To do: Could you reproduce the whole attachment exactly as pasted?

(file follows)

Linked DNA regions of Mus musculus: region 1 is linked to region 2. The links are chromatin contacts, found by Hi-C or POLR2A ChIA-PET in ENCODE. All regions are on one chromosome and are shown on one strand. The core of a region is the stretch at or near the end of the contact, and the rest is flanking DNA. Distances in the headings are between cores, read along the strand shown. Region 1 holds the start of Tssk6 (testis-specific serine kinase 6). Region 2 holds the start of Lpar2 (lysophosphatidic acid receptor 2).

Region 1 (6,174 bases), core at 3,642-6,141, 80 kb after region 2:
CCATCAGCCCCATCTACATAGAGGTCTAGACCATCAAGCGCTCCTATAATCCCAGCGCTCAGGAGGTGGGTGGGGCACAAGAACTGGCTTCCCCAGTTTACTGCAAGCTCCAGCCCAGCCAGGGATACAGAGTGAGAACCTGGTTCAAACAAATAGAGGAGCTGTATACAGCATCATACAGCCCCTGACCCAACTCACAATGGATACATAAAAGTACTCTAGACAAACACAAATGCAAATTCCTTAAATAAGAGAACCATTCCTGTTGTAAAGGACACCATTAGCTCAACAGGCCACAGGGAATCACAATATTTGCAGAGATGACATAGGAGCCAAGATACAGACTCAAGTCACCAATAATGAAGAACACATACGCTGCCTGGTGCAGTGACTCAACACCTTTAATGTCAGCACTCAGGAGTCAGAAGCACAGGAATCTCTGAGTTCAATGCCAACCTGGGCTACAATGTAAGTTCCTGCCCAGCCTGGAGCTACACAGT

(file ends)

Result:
Linked DNA regions of Mus musculus: region 1 is linked to region 2. The links are chromatin contacts, found by Hi-C or POLR2A ChIA-PET in ENCODE. All regions are on one chromosome and are shown on one strand. The core of a region is the stretch at or near the end of the contact, and the rest is flanking DNA. Distances in the headings are between cores, read along the strand shown. Region 1 holds the start of Tssk6 (testis-specific serine kinase 6). Region 2 holds the start of Lpar2 (lysophosphatidic acid receptor 2).

Region 1 (6,174 bases), core at 3,642-6,141, 80 kb after region 2:
CCATCAGCCCCATCTACATAGAGGTCTAGACCATCAAGCGCTCCTATAATCCCAGCGCTCAGGAGGTGGGTGGGGCACAAGAACTGGCTTCCCCAGTTTACTGCAAGCTCCAGCCCAGCCAGGGATACAGAGTGAGAACCTGGTTCAAACAAATAGAGGAGCTGTATACAGCATCATACAGCCCCTGACCCAACTCACAATGGATACATAAAAGTACTCTAGACAAACACAAATGCAAATTCCTTAAATAAGAGAACCATTCCTGTTGTAAAGGACACCATTAGCTCAACAGGCCACAGGGAATCACAATATTTGCAGAGATGACATAGGAGCCAAGATACAGACTCAAGTCACCAATAATGAAGAACACATACGCTGCCTGGTGCAGTGACTCAACACCTTTAATGTCAGCACTCAGGAGTCAGAAGCACAGGAATCTCTGAGTTCAATGCCAACCTGGGCTACAATGTAAGTTCCTGCCCAGCCTGGAGCTACACAGT